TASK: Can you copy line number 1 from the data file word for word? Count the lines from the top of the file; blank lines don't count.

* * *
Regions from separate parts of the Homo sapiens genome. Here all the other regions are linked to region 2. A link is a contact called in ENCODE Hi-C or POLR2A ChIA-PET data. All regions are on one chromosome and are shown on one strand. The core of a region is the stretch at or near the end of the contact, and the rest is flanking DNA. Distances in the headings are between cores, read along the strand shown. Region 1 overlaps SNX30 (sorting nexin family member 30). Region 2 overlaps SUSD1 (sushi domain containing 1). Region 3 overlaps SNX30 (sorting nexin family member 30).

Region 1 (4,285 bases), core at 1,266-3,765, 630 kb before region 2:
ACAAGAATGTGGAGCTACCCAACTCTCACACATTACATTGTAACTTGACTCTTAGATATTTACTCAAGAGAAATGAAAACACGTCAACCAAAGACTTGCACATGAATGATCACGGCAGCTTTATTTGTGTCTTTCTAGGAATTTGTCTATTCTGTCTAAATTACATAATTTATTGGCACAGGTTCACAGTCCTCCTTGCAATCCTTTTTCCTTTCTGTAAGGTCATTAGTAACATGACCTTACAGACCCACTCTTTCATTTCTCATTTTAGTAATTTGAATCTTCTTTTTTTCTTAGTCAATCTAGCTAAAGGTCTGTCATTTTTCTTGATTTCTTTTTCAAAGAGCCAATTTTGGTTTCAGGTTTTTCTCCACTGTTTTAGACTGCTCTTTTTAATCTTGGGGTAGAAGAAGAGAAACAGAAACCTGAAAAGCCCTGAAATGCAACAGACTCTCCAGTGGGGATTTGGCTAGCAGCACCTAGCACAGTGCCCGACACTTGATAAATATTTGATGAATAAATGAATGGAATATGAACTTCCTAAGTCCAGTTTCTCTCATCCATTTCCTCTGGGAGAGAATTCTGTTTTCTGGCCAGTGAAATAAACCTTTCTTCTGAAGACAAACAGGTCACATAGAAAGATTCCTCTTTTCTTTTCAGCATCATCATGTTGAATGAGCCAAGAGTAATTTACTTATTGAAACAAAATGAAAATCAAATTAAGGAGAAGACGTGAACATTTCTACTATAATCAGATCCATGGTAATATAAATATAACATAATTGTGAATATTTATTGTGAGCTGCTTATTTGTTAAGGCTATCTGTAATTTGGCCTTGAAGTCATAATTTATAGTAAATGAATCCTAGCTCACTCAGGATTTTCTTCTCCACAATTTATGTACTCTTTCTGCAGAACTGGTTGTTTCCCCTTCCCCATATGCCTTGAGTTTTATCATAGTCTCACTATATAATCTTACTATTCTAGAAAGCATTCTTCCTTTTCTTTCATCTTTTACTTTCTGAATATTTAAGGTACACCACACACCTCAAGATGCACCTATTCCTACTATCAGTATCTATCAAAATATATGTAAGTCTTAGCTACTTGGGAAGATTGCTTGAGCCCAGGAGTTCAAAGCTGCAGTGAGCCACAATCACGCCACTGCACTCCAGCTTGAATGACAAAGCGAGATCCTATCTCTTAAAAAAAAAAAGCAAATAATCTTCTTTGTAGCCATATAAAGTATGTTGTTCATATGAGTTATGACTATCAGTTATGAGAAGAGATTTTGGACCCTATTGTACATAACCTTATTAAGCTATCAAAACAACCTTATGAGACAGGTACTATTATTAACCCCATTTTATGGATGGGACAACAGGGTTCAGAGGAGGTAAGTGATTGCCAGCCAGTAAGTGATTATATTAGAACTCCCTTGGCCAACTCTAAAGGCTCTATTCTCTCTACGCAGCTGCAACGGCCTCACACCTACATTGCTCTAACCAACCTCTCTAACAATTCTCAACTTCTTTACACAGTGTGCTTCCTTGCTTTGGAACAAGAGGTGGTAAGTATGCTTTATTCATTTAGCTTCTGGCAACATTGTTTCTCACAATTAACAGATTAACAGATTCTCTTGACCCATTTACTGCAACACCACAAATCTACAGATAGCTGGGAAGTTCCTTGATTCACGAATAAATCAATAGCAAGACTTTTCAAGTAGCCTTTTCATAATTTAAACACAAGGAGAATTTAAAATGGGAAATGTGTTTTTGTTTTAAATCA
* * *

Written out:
Regions from separate parts of the Homo sapiens genome. Here all the other regions are linked to region 2. A link is a contact called in ENCODE Hi-C or POLR2A ChIA-PET data. All regions are on one chromosome and are shown on one strand. The core of a region is the stretch at or near the end of the contact, and the rest is flanking DNA. Distances in the headings are between cores, read along the strand shown. Region 1 overlaps SNX30 (sorting nexin family member 30). Region 2 overlaps SUSD1 (sushi domain containing 1). Region 3 overlaps SNX30 (sorting nexin family member 30).